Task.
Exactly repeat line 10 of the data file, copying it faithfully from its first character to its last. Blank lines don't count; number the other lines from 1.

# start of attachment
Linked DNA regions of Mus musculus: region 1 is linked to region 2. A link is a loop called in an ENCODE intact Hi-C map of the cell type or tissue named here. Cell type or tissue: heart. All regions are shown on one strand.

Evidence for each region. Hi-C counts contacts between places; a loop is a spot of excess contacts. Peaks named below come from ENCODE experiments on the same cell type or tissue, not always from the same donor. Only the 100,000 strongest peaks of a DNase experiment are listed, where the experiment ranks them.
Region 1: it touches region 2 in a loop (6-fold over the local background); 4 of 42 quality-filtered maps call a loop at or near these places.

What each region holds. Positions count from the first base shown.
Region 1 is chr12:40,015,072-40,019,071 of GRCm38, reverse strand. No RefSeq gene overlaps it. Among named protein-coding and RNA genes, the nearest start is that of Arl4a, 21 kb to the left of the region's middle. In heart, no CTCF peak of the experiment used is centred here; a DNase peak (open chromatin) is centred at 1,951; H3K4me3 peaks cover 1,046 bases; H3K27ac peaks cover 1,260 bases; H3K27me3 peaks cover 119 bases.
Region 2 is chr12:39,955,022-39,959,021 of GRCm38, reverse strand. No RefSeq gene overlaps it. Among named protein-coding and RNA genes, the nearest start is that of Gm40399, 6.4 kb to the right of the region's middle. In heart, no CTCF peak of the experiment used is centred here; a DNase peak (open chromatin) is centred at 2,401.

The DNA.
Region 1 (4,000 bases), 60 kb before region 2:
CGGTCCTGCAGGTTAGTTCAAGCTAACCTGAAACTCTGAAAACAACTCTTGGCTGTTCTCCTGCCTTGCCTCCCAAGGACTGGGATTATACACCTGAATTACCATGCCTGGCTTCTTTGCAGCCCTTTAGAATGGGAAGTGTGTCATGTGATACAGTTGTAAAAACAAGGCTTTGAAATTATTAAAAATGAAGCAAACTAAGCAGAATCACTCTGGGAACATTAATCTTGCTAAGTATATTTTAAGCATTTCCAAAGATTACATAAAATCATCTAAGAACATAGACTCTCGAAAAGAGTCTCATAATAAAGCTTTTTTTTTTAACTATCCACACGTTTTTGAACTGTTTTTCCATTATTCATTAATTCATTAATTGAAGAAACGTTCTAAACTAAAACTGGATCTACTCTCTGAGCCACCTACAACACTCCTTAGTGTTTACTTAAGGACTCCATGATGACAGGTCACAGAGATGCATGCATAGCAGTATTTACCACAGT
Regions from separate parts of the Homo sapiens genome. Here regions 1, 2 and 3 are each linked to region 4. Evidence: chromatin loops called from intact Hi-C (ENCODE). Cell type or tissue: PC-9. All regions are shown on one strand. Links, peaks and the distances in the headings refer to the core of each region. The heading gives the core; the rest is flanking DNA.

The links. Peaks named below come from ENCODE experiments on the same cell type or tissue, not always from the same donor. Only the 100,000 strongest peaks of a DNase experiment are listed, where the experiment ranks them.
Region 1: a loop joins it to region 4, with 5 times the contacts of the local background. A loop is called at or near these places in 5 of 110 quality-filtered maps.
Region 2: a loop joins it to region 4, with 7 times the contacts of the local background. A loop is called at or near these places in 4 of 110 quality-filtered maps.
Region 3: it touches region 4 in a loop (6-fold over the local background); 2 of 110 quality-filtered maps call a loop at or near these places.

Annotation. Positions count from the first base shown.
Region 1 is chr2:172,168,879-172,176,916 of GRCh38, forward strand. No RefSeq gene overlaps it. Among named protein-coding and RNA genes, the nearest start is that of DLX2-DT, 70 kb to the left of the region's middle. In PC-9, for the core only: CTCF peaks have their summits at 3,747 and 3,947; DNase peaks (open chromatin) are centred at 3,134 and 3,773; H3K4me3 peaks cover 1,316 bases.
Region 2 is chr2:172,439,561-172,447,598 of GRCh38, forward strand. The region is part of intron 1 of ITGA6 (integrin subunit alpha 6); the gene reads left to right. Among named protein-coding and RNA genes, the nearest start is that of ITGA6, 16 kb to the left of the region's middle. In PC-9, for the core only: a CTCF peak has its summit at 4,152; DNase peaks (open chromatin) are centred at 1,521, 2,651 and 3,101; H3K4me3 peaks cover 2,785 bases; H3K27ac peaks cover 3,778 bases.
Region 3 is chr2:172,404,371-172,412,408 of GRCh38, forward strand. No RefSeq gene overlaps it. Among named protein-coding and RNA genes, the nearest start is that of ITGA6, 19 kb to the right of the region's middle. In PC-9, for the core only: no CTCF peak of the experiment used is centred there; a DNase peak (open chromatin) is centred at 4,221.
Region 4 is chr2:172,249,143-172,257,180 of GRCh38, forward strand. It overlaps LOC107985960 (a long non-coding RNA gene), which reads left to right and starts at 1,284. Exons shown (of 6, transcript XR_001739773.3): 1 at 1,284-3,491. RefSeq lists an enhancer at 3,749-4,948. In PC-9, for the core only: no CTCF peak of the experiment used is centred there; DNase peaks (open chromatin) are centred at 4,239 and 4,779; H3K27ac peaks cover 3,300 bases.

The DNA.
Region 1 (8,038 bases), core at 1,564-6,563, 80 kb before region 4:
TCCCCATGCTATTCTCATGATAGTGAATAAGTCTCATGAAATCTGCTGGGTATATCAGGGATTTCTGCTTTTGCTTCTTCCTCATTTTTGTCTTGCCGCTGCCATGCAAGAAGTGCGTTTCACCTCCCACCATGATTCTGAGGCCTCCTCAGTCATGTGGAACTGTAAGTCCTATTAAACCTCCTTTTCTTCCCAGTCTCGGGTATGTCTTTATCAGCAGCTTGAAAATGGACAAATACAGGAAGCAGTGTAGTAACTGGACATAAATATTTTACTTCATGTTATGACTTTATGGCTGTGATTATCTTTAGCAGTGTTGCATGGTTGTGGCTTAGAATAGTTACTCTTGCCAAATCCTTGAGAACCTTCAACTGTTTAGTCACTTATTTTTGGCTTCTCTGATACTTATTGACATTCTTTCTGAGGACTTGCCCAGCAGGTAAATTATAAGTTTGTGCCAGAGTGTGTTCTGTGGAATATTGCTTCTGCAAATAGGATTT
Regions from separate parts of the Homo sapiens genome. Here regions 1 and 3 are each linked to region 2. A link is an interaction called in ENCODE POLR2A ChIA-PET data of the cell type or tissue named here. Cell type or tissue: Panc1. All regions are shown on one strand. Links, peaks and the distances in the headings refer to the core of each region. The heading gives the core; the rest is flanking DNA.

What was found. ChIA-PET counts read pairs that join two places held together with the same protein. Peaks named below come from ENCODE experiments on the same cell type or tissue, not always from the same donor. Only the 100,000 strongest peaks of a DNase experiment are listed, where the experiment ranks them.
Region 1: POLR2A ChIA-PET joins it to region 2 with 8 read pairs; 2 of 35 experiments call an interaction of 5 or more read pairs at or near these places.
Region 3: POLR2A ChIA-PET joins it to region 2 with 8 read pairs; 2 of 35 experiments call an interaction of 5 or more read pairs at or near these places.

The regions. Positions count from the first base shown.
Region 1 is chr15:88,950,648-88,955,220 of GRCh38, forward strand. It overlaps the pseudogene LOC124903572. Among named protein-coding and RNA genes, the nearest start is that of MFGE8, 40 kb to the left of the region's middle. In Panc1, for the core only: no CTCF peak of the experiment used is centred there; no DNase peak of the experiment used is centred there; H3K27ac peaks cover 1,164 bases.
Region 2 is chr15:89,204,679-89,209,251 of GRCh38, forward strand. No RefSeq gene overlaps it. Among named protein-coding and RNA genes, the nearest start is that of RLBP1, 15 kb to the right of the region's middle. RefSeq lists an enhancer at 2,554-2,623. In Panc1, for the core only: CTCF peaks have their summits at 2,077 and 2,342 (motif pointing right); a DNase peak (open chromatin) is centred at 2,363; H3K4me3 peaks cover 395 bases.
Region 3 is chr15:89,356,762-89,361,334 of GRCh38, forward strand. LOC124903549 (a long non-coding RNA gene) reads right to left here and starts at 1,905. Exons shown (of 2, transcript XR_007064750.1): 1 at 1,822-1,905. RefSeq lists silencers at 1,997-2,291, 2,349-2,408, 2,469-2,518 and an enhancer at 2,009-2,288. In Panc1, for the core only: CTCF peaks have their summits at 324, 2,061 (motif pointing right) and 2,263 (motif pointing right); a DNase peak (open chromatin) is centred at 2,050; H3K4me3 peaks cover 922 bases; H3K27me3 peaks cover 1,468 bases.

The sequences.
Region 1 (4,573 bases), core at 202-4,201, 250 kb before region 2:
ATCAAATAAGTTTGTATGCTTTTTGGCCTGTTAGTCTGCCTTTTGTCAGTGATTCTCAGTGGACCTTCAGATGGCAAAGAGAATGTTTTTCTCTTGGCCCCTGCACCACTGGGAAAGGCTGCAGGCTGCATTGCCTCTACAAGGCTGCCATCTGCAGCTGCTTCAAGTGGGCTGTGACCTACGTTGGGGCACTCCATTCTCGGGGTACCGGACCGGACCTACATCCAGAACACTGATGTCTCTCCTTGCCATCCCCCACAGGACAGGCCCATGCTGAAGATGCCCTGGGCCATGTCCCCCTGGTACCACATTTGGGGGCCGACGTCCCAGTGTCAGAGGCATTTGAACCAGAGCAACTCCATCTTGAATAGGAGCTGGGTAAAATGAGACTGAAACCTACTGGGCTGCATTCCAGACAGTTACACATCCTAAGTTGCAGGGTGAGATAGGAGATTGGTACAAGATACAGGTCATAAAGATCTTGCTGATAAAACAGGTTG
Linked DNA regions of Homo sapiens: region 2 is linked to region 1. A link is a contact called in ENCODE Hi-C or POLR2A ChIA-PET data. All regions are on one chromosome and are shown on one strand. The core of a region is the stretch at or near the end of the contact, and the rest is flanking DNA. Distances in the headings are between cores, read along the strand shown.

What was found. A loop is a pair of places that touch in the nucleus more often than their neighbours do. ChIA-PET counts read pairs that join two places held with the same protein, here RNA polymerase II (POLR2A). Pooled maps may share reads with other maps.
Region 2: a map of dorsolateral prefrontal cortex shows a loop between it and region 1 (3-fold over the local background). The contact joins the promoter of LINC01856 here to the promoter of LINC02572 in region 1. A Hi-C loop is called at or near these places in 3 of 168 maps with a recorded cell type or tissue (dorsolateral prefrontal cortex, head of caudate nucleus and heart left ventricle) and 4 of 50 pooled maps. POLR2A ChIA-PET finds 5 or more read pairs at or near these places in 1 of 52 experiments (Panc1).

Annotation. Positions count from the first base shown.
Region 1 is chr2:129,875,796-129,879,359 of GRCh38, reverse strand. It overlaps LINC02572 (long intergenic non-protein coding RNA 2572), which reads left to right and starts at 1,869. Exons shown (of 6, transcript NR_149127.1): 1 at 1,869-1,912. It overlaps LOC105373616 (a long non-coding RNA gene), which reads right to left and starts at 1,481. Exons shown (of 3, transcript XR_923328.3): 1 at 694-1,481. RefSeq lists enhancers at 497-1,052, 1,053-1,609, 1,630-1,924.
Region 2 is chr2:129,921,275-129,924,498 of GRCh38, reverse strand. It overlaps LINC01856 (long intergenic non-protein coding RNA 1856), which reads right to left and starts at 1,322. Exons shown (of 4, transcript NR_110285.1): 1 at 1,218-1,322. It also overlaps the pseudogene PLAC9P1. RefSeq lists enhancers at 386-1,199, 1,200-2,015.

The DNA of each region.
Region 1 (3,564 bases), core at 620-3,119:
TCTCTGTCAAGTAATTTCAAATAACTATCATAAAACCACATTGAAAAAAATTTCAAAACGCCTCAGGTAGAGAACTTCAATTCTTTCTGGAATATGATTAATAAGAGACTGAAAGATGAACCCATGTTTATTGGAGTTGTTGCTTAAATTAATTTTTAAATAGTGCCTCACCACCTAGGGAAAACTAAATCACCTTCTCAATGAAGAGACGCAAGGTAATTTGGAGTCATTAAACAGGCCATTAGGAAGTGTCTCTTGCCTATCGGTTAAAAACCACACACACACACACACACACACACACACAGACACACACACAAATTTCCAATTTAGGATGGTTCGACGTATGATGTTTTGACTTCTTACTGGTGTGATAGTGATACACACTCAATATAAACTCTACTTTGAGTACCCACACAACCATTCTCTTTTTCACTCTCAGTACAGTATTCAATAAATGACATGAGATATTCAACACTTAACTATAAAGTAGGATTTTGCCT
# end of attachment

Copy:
Regions from separate parts of the Homo sapiens genome. Here regions 1, 2 and 3 are each linked to region 4. Evidence: chromatin loops called from intact Hi-C (ENCODE). Cell type or tissue: PC-9. All regions are shown on one strand. Links, peaks and the distances in the headings refer to the core of each region. The heading gives the core; the rest is flanking DNA.